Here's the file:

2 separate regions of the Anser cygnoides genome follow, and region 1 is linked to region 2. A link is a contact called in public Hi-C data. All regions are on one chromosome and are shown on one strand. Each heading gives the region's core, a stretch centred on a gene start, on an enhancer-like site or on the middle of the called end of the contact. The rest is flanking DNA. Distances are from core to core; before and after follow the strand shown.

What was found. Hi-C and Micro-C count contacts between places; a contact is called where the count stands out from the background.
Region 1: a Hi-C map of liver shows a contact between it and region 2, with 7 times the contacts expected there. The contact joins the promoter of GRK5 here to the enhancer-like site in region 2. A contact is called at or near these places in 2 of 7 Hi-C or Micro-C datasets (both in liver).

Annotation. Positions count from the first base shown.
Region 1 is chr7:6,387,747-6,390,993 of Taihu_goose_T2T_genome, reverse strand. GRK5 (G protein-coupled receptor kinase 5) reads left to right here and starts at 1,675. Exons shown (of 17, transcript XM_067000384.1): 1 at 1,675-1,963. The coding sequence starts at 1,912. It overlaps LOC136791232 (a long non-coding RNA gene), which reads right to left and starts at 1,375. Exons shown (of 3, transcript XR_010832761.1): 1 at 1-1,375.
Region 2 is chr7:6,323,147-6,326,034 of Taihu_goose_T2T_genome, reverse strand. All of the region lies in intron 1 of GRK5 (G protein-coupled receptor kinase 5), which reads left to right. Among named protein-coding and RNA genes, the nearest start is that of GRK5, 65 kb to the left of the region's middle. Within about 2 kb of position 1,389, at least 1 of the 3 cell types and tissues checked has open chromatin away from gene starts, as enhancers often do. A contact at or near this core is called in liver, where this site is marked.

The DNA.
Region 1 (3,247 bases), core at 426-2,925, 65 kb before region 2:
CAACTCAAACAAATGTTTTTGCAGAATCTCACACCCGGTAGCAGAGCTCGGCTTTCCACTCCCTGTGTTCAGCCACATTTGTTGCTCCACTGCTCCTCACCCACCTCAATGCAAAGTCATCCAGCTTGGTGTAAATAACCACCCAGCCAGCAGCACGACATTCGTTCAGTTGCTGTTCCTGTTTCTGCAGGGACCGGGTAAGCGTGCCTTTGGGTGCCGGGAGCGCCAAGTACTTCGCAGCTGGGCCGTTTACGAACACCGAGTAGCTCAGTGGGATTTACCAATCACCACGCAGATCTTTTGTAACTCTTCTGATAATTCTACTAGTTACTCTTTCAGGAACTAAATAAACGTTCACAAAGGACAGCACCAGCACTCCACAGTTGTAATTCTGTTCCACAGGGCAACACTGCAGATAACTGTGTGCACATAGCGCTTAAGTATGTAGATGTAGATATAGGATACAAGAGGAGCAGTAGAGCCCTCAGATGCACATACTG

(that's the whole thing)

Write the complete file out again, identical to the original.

2 separate regions of the Anser cygnoides genome follow, and region 1 is linked to region 2. A link is a contact called in public Hi-C data. All regions are on one chromosome and are shown on one strand. Each heading gives the region's core, a stretch centred on a gene start, on an enhancer-like site or on the middle of the called end of the contact. The rest is flanking DNA. Distances are from core to core; before and after follow the strand shown.

What was found. Hi-C and Micro-C count contacts between places; a contact is called where the count stands out from the background.
Region 1: a Hi-C map of liver shows a contact between it and region 2, with 7 times the contacts expected there. The contact joins the promoter of GRK5 here to the enhancer-like site in region 2. A contact is called at or near these places in 2 of 7 Hi-C or Micro-C datasets (both in liver).

Annotation. Positions count from the first base shown.
Region 1 is chr7:6,387,747-6,390,993 of Taihu_goose_T2T_genome, reverse strand. GRK5 (G protein-coupled receptor kinase 5) reads left to right here and starts at 1,675. Exons shown (of 17, transcript XM_067000384.1): 1 at 1,675-1,963. The coding sequence starts at 1,912. It overlaps LOC136791232 (a long non-coding RNA gene), which reads right to left and starts at 1,375. Exons shown (of 3, transcript XR_010832761.1): 1 at 1-1,375.
Region 2 is chr7:6,323,147-6,326,034 of Taihu_goose_T2T_genome, reverse strand. All of the region lies in intron 1 of GRK5 (G protein-coupled receptor kinase 5), which reads left to right. Among named protein-coding and RNA genes, the nearest start is that of GRK5, 65 kb to the left of the region's middle. Within about 2 kb of position 1,389, at least 1 of the 3 cell types and tissues checked has open chromatin away from gene starts, as enhancers often do. A contact at or near this core is called in liver, where this site is marked.

The DNA.
Region 1 (3,247 bases), core at 426-2,925, 65 kb before region 2:
CAACTCAAACAAATGTTTTTGCAGAATCTCACACCCGGTAGCAGAGCTCGGCTTTCCACTCCCTGTGTTCAGCCACATTTGTTGCTCCACTGCTCCTCACCCACCTCAATGCAAAGTCATCCAGCTTGGTGTAAATAACCACCCAGCCAGCAGCACGACATTCGTTCAGTTGCTGTTCCTGTTTCTGCAGGGACCGGGTAAGCGTGCCTTTGGGTGCCGGGAGCGCCAAGTACTTCGCAGCTGGGCCGTTTACGAACACCGAGTAGCTCAGTGGGATTTACCAATCACCACGCAGATCTTTTGTAACTCTTCTGATAATTCTACTAGTTACTCTTTCAGGAACTAAATAAACGTTCACAAAGGACAGCACCAGCACTCCACAGTTGTAATTCTGTTCCACAGGGCAACACTGCAGATAACTGTGTGCACATAGCGCTTAAGTATGTAGATGTAGATATAGGATACAAGAGGAGCAGTAGAGCCCTCAGATGCACATACTG